News & Politics

Metro Plans to Get Rid of Paper Fare Cards

The transit agency says it's time for everyone to use a SmarTrip card.

No more of these in 18 months. Photograph by Flickr user Quinn Dombroski.

Metro says it’s finally time to do away with paper fare cards and have every passenger use one of its sturdier, plastic SmarTrip cards when boarding a train or bus, according to the transit agency’s new budget. Over the next 18 months, the Washington Metropolitan Area Transit Authority says it will modify the machines that dispense paper fare cards to dispense SmarTrip cards only.

The $8.7 million upgrade plan, part of Metro’s fiscal 2015 budget set to be adopted Thursday, will be paid for by sales of SmarTrip cards, which cost $10 apiece and come loaded with $8 worth of fares.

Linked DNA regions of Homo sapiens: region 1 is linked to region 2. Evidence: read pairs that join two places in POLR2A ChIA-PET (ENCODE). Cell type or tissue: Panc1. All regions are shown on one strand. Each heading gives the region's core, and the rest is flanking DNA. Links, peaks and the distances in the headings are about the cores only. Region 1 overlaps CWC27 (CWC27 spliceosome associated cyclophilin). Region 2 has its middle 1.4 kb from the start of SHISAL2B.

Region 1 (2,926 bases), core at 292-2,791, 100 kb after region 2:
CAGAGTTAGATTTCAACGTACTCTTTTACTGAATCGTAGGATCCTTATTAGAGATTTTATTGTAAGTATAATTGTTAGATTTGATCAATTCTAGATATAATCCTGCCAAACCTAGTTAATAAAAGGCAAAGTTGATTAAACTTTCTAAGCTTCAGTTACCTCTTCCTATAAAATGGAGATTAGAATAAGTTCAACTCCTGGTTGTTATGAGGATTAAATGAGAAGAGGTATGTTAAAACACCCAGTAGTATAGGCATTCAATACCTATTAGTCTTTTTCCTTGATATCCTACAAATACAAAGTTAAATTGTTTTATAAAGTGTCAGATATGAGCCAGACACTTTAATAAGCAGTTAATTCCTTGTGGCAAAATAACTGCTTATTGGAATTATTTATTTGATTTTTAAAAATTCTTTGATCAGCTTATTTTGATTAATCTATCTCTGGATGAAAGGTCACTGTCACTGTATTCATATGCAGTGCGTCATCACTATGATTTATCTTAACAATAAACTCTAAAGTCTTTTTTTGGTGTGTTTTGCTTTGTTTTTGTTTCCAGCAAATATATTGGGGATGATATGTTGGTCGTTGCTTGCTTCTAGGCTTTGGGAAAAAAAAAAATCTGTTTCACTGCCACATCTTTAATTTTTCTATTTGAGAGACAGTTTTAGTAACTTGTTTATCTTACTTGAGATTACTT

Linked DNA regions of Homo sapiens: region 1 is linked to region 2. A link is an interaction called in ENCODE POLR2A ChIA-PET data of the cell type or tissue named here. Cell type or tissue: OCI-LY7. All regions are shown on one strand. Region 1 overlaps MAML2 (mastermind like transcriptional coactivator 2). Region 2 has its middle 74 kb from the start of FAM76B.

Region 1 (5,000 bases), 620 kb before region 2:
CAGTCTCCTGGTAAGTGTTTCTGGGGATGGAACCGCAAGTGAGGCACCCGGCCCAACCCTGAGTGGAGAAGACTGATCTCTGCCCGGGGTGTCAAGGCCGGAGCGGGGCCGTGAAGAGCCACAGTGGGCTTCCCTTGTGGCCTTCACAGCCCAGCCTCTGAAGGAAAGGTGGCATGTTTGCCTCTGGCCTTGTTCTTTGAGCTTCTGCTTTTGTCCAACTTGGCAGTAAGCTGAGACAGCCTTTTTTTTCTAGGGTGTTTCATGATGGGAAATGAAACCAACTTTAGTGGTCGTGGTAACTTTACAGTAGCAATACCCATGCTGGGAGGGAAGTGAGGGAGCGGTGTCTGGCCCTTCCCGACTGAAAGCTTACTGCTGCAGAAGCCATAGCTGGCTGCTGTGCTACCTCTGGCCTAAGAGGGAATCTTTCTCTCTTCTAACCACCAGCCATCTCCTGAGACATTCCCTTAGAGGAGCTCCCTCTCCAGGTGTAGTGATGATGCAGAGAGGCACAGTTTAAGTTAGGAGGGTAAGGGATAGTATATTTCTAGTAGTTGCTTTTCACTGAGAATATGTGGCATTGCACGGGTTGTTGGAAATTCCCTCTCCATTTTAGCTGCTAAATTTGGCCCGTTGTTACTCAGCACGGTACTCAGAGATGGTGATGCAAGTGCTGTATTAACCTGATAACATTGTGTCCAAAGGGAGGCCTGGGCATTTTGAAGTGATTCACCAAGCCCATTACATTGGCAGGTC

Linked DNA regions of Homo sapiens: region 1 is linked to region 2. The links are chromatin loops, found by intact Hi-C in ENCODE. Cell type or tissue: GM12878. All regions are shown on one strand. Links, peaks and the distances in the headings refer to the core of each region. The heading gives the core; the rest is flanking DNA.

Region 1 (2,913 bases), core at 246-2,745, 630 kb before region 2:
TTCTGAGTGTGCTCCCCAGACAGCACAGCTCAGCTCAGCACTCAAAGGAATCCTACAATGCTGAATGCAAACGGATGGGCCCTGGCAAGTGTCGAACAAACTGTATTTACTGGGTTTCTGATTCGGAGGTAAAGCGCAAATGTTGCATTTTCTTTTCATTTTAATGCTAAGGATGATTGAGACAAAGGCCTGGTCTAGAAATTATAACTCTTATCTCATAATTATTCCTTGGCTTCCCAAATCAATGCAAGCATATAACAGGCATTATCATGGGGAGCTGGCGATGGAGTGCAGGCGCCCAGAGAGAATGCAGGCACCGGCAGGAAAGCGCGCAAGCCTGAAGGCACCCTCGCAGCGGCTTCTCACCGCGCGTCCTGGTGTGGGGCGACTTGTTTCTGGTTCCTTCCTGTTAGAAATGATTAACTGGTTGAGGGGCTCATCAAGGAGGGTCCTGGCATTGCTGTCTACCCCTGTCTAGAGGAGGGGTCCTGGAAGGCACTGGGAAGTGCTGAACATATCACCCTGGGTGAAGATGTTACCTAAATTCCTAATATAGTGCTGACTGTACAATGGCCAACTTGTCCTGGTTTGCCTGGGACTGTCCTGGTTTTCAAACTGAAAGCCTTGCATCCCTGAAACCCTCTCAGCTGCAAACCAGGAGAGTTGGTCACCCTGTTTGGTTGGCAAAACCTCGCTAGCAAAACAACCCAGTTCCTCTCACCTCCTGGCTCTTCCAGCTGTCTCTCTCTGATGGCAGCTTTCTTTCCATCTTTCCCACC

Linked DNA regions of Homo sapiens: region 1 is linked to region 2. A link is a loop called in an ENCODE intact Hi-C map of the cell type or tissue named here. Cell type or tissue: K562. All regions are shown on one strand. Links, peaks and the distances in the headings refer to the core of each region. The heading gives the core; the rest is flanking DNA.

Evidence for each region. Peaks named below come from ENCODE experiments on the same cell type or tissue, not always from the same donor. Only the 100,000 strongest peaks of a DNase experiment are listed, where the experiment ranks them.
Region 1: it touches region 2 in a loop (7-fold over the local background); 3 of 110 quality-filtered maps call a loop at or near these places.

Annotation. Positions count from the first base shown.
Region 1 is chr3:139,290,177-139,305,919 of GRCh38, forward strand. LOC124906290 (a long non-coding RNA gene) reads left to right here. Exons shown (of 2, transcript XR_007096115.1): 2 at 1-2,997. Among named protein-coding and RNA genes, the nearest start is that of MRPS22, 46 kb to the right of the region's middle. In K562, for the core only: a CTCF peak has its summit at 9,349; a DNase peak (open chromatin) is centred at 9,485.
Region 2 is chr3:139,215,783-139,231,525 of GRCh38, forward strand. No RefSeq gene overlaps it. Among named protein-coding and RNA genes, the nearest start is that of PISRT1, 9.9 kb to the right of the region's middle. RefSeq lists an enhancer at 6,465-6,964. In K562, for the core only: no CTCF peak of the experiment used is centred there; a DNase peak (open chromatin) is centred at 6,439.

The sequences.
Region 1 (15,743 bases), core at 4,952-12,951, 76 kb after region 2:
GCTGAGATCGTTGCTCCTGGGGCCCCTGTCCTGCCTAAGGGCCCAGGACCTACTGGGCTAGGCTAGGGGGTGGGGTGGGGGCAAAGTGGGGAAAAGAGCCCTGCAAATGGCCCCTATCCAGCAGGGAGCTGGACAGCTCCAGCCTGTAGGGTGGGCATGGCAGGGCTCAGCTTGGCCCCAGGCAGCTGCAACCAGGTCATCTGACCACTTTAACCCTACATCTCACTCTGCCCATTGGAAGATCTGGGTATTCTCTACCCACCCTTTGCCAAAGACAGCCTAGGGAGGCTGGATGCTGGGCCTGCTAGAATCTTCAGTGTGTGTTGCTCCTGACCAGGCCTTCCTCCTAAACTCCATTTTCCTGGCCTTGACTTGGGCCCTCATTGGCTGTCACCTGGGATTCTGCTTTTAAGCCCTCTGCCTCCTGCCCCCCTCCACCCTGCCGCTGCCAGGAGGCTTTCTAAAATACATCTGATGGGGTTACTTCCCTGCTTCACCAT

Eventually, says Metro spokesman Dan Stessel, the transit agency will stop taking paper fare cards altogether. But it’s unlikely there will be any negative reaction to this transition to an all-SmarTrip system; 93 percent of Metro riders are already using the plastic cards, and fares paid with paper cards come with a $1 surcharge.

Metro reasons that a system that takes payments only SmarTrip cards will reduce bottlenecks at busy points like Washington Nationals games, presidential inaugurations, and, of course, the National Cherry Blossom Festival, when Metro is at its busiest.

Tourists probably won’t notice much of a difference, either, as one-, seven-, and 28-day passes are already available in SmarTrip form. Instead, paper fare cards, the technology for which hasn’t been updated since the 1970s, will go the way of the New York City subway token—as a relic of a bygone era of mass transit.

Staff Writer

Benjamin Freed joined Washingtonian in August 2013 and covers politics, business, and media. He was previously the editor of DCist and has also written for Washington City Paper, the New York Times, the New Republic, Slate, and BuzzFeed. He lives in Adams Morgan.